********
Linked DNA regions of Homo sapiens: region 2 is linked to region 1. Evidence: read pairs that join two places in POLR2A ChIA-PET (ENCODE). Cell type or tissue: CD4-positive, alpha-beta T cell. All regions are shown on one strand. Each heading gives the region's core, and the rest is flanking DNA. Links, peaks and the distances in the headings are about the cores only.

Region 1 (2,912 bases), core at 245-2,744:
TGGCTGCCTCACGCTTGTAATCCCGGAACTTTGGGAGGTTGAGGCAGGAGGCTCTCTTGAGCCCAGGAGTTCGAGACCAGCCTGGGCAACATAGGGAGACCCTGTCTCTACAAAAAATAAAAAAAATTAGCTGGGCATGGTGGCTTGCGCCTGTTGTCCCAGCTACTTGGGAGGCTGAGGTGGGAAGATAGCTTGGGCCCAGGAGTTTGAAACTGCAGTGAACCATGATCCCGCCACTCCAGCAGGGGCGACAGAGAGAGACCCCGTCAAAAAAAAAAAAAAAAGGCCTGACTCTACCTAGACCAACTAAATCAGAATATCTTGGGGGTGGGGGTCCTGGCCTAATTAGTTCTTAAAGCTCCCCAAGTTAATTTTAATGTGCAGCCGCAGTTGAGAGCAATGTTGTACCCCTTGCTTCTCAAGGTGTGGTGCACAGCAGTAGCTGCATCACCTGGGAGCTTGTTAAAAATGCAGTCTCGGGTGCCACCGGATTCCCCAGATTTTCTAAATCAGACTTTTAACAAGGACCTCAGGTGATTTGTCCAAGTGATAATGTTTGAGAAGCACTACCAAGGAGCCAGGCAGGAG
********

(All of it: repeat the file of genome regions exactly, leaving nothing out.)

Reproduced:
Linked DNA regions of Homo sapiens: region 2 is linked to region 1. Evidence: read pairs that join two places in POLR2A ChIA-PET (ENCODE). Cell type or tissue: CD4-positive, alpha-beta T cell. All regions are shown on one strand. Each heading gives the region's core, and the rest is flanking DNA. Links, peaks and the distances in the headings are about the cores only.

Region 1 (2,912 bases), core at 245-2,744:
TGGCTGCCTCACGCTTGTAATCCCGGAACTTTGGGAGGTTGAGGCAGGAGGCTCTCTTGAGCCCAGGAGTTCGAGACCAGCCTGGGCAACATAGGGAGACCCTGTCTCTACAAAAAATAAAAAAAATTAGCTGGGCATGGTGGCTTGCGCCTGTTGTCCCAGCTACTTGGGAGGCTGAGGTGGGAAGATAGCTTGGGCCCAGGAGTTTGAAACTGCAGTGAACCATGATCCCGCCACTCCAGCAGGGGCGACAGAGAGAGACCCCGTCAAAAAAAAAAAAAAAAGGCCTGACTCTACCTAGACCAACTAAATCAGAATATCTTGGGGGTGGGGGTCCTGGCCTAATTAGTTCTTAAAGCTCCCCAAGTTAATTTTAATGTGCAGCCGCAGTTGAGAGCAATGTTGTACCCCTTGCTTCTCAAGGTGTGGTGCACAGCAGTAGCTGCATCACCTGGGAGCTTGTTAAAAATGCAGTCTCGGGTGCCACCGGATTCCCCAGATTTTCTAAATCAGACTTTTAACAAGGACCTCAGGTGATTTGTCCAAGTGATAATGTTTGAGAAGCACTACCAAGGAGCCAGGCAGGAG